Posted by: dsquared | Dec 28, 2006 1:47:07 PM

Tim, the trouble is that when emerging markets start "not doing too well", they have this tendency to suddenly halve overnight.

Not necessarily. There are plenty of funds which spread the investment over several emerging markets (the most popular one of late being the Brazil-Russia-India-China [BRIC] fund. This protects against the entire fund crashing at once, although returns are not as good as investing in a single-country fund. In addition, the number of emerging market funds which halve overnight and never recover are these days relatively few, and for those that do - such as the Saudi and UAE markets earlier this year - they could be seen a mile off.

Posted by: Tim Newman | Dec 28, 2006 2:16:33 PM

What you're basically arguing is that if US investors are great stock/sector/market pickers (though I'd go easy on your past performance is a good guide to future returns strategy), they will achieve higher returns than average.

No. I am saying that if US investors put a little more thought into their fund selection they'd see that investing a portion in overseas funds would yield better results than keeping only US based funds. Of course, this would require a bit more effort on the part of the investor (no, they don't need to be "great stock pickers", they just need to put some basic research in), but this seems a better idea than putting it in low risk, low maintenance US based funds and leaving it sit for 25 years then being disappointed at the end result.

This is uncontroversial but largely irrelevant, as on average a typical investor is not going to be better than average.

On average a typical investor is not going to be better than average? Having read this thread a couple of times, I'm beginning to see a possible reason for pensions being in the state they are!

Posted by: Tim Newman | Dec 28, 2006 2:26:29 PM

[There are plenty of funds which spread the investment over several emerging markets (the most popular one of late being the Brazil-Russia-India-China [BRIC] fund.]

Yes, I remember this being a characteristic of those funds in 1998 which had also diversified their investments between Indonesia, Russia and Argentina. It didn't work. Emerging markets always look great, except when they don't. If you wanna have a punt on them, or to encourage others to do so, then go for it but don't pretend that this is a solution to the pension problem.

Posted by: dsquared | Dec 28, 2006 4:31:53 PM

This isn't going anywhere, but I'd just add that when you say:

No. I am saying that if US investors put a little more thought into their fund selection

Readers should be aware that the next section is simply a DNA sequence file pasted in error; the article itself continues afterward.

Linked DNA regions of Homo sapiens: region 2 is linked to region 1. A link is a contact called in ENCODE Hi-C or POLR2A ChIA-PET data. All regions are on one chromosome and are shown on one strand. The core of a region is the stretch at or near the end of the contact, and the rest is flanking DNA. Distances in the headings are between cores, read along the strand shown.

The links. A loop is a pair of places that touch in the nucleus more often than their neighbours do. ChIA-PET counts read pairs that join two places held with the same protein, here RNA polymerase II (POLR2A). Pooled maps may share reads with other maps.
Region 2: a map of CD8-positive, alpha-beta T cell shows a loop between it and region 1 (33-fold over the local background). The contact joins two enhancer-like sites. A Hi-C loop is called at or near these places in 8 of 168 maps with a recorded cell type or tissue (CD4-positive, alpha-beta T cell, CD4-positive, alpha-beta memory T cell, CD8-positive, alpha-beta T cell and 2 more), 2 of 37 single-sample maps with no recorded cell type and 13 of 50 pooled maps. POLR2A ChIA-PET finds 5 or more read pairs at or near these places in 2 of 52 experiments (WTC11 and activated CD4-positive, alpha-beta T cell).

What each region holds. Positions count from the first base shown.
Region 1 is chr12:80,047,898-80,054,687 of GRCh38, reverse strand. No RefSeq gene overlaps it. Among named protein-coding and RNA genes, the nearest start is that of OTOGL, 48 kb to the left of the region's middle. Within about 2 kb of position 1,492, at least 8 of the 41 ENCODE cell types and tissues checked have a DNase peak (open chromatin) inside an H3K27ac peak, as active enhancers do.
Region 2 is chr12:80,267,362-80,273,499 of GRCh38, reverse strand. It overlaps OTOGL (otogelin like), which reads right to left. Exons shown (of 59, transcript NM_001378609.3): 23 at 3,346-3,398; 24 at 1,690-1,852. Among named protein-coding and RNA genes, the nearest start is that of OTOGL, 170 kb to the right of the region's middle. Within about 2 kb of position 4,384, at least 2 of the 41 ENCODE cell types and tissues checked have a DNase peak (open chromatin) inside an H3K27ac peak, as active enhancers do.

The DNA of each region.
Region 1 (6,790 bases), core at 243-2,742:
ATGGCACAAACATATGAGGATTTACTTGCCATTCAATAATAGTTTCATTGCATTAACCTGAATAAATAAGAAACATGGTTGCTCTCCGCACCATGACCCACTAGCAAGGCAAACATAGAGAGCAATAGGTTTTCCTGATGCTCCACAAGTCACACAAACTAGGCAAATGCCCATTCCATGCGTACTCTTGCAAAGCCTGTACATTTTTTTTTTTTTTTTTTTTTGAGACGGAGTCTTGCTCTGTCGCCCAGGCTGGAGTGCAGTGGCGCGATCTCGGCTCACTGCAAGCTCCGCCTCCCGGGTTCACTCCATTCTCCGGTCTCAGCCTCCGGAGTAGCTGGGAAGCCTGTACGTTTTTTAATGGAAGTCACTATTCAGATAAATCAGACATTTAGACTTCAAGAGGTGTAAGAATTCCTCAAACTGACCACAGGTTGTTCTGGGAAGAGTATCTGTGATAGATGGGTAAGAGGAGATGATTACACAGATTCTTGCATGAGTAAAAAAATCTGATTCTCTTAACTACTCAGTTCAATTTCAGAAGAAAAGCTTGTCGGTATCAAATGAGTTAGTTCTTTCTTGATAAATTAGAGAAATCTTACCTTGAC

This seems to be a case for actively managing portfolios that would be hard to justify in terms of return compared with expense.

Posted by: Matthew | Dec 28, 2006 5:35:58 PM

Emerging markets always look great, except when they don't. If you wanna have a punt on them, or to encourage others to do so, then go for it but don't pretend that this is a solution to the pension problem.

I'm doing no such thing, as a solution to the pension problem will be extremely complex and will take more than a bit of trial an error. But investing outside of the USA - and not just in emerging markets - is a tool which could and should be used as part of the solution.

This is especially pertinent now as opposed to a decade ago when the world economy was utterly dependent on the US economy. It is believed that the world economy may now be robust enough to withstand a downturn in the US economy. This being the case, it would seem inherently sensible for US citizens to invest some of their pension in funds which could withstand a downturn in the US economy.

Posted by: Tim Newman | Dec 29, 2006 1:25:26 AM

This seems to be a case for actively managing portfolios that would be hard to justify in terms of return compared with expense.

Actively managing portfolios costs nothing thanks to the internet. You can access all fund prices at the click of a button along with charts of past performances, and switch your fund selections in seconds. There is no expense involved whatsoever, except for a little time. The returns, however, are significant.

Posted by: Tim Newman | Dec 29, 2006 1:29:40 AM

But just to repeat you can't talk about individual markets or sectors, as that doesn't fit in with Baker's analysis, which correctly looks at the entire US equity market (at least implicitly). Otherwise, as I noted, you could point out that an investor who chose his sectors carefully, tech/chemical/banks, could easily outperform the market.

Posted by: Matthew | Dec 29, 2006 10:13:55 AM